Large, easy growing sativa dominant plants with heavy branching and intense crystal production. Super sweet, peppery, and buttery flavors accompany an intensely uplifting head high and an electrically charged body feel. The Spotless Mind name gives a tip of the cap to the Amnesia Haze in her heritage, which carries through to this cross. Overindulge and you will find yourself becoming forgetful and may experience recollection difficulties, but in a fun way. She has also been known to encourage bedroom activities, making for a nice nightstand stash. If you are looking for an anytime sativa that won’t make your mind race aimlessly, look no further. The same reversal that was used for Galaxy Brain and Cosmic Apprentice was also used for this Limited Edition.

Secret Owl Society:

Electric Qoolaid 1:32:18

Blue Microverse F4 x Cosmic Queen F4 *Quick Finish*
50/50 Sativa/Indica
65-75 days from sprout
1.5-3 ounce average
3 Feminized Seeds
Expect medium to large plants with creamy blue raspberry lemonade golf ball buds running along the side branches, leading up to chunky top colas all wrapped in gooey, long-stemmed trichomes. Another beautiful true F1 hybrid with a 50/50 blend for a balanced, comforting mind and body experience. Great for relaxing after work when you’re ready to start winding down. For the reversal I used a stocky, faster finishing Cosmic Queen as the pollen donor which will help add vigor and potency while keeping the stretch down.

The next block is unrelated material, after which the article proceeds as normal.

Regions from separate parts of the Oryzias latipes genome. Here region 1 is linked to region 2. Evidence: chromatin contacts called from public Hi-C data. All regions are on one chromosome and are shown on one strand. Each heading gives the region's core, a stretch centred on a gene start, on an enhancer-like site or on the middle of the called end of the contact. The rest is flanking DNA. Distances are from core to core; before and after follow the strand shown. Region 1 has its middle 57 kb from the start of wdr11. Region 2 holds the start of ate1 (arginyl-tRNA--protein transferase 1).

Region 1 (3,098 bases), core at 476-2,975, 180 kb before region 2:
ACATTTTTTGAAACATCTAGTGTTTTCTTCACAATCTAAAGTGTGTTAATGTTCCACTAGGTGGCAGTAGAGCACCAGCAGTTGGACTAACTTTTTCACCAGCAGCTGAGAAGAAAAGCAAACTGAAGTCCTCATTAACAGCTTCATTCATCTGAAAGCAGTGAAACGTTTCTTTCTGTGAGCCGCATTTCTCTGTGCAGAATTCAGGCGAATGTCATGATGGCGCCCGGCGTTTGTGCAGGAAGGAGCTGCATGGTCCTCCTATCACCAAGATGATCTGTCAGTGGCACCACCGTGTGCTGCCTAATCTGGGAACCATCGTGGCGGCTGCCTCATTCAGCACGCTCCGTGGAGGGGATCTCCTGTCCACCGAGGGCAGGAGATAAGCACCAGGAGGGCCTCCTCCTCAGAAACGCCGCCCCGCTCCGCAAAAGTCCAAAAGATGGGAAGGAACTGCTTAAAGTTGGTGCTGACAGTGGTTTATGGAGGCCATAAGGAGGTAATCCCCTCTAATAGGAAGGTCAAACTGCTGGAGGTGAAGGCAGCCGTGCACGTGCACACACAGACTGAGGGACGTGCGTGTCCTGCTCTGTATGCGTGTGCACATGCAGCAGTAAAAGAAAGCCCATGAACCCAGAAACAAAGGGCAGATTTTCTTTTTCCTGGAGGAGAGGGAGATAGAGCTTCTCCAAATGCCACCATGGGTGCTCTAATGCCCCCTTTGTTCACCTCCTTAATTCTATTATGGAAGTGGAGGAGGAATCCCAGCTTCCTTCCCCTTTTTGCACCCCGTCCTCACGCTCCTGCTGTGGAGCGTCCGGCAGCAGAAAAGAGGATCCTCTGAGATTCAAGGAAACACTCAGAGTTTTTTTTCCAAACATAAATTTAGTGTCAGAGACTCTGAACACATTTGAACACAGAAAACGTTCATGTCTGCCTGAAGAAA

**Be sure to keep airflow and humidity in check during the final few weeks, as the flower density can lead to bud rot in the wrong conditions. **

Judy Gemstone 1:32:44

Strawberry Nuggets F4 x Cosmic Queen F4 *Quick Finish*
40/60 Sativa/Indica
65-75 days from sprout
1.5-3 ounce average
3 Feminized Seeds
Expect medium-sized bushes with very sturdy branches that reach up and fill the canopy alongside the main cola. Rock hard nugs of pinks, purples, emerald, and blue hues will create all the bag appeal you could ask for, with a sweet cheesy strawberry funk that will have you smelling the bag again and again. Another true F1 and the heaviest indica hybrid of the lot, ranging from therapeutic to narcotic depending on your intake. Perfect for a dessert smoke or nightcap to relax your body before sailing off into the dream world. For the reversal I used a stocky, faster finishing Cosmic Queen as the pollen donor which will help add vigor and potency while keeping the stretch down.